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    I do think there are more ways to 'work' at your writing than just sitting and pounding words out. As long as you're thinking about your story and creating in your head and working towards the moment you feel you can sit down and write it, I'd say you're working. As long as it gets done eventually. (Obviously if you're financially tied to producing an article a week, or something like that, you do need to write through any blocks. But that's different from being a novelist working for yourself.)

    I expect that some people who set themselves a 500-word goal to write every day may well, on occasion, write 1500 words at a sitting, if they're inspired to do so. This is the flip side of not writing when it's not working.

    I remember working 16 hours straight and producing two chapters that were each around 10,000 words long in a single day. (That's my record thus far!) But that was balanced by other days when I didn't write much at all. I was pretty much writing every day during that period, finishing the first draft of my novel, but I didn't feel compelled to reach a daily goal. Instead I went off to do more visualising, or researching a point that had got me stuck, or looking at pictures that would get me inspired again.

    My point isn't that everybody should work like I do, but that 'working' at your creative writing can take many different forms. I believe there isn't much point in sitting and hammering out words that feel unconnected to what you want to say. You'll probably end up ditching them, and feeling discouraged at the crap state of your writing. Or tinkering with them during the edit stage and wondering what in heck will make them work at all. Better to back off and recharge the batteries, as @BayView does. Working on story problems in your head is not the same as procrastinating.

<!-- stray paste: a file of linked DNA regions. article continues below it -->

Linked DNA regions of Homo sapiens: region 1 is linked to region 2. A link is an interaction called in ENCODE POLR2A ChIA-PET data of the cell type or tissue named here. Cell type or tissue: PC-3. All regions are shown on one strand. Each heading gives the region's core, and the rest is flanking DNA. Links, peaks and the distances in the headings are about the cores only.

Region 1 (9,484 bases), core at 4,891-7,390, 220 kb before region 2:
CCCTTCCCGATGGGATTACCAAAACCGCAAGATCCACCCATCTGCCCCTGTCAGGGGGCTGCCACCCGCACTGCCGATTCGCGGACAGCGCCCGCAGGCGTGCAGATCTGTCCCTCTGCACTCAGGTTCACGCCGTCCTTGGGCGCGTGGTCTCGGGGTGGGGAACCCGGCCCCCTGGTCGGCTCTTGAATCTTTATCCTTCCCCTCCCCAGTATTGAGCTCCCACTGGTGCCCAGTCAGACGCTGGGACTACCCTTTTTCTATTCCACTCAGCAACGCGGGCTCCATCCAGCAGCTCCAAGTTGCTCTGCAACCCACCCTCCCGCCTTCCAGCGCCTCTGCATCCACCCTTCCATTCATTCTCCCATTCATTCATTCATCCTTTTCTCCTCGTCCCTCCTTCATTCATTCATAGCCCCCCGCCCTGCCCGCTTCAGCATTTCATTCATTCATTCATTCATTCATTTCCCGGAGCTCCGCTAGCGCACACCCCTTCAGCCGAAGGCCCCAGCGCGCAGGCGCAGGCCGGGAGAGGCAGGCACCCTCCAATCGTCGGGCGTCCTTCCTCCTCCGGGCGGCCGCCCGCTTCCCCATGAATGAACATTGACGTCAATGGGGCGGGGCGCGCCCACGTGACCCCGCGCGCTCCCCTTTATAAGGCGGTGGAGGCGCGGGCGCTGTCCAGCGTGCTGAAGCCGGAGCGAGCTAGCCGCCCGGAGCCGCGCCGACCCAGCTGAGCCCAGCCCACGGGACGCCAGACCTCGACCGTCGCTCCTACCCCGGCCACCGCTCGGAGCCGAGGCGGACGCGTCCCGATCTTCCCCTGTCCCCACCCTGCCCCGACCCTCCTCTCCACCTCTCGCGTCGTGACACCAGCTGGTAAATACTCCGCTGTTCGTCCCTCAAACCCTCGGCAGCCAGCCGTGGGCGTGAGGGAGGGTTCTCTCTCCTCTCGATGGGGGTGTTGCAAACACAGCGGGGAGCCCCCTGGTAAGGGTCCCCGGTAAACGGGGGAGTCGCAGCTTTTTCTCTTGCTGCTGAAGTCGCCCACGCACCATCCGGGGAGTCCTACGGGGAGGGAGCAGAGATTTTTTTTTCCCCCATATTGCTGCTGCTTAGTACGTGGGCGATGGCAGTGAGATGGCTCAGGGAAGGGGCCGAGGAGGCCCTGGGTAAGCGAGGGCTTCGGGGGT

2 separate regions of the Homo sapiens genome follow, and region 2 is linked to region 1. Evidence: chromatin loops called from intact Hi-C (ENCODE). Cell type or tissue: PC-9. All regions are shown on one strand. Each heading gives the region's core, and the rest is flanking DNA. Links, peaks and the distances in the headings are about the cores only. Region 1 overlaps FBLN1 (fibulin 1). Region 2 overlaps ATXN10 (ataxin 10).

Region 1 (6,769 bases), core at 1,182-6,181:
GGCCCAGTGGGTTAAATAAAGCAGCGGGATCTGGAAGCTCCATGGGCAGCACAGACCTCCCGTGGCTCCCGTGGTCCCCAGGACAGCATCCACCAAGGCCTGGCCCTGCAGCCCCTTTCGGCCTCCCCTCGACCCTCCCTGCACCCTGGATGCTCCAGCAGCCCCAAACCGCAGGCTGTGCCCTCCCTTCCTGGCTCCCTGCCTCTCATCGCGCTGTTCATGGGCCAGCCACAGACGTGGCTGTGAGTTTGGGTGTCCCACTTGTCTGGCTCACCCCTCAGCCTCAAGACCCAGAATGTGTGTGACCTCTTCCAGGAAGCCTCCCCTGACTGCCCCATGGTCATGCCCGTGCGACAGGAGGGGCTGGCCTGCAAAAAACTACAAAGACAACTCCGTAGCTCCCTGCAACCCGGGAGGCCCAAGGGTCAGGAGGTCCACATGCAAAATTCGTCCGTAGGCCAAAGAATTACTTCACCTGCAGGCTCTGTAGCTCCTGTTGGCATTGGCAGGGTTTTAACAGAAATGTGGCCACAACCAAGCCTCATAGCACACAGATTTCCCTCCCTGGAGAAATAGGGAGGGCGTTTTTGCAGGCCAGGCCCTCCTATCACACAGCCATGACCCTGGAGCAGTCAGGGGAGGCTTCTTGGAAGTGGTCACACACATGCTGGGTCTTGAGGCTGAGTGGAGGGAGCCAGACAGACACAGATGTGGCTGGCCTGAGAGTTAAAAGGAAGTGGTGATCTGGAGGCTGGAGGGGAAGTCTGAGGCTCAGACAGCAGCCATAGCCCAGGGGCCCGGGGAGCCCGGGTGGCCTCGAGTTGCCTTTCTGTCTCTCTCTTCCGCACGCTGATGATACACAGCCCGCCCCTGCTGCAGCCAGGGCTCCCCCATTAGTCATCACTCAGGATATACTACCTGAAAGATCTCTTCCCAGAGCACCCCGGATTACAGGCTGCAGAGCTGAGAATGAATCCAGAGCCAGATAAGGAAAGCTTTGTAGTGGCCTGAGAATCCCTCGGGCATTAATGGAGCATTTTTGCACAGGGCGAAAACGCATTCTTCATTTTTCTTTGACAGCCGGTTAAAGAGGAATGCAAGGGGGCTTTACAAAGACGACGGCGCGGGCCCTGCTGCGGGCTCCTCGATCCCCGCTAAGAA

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  19. Tenderiser

    Tenderiser Not a man or BayView Supporter

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    I find that when I think I'm writing rubbish, because I feel uninspired or tired or whatever, when I later go back and read it, it's FAR better than I was expecting.

    But if I'm really not feeling it, I tend to edit rather than write new words. I can always edit, probably because of my job, whereas creating new scenes takes more effort.
     
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  20. ChickenFreak

    ChickenFreak Contributor Contributor

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    I'm sure that this is true for many people; it's not true for me. Many of my favorite bits of writing were written in that "sit down and drag words out of myself, kicking and screaming, with tweezers" writing mode, a mode where, also, everything I write seems dreadful as I'm writing it. I won't quite go so far as to say that that mode produces my best writing, but it's actually quite possible.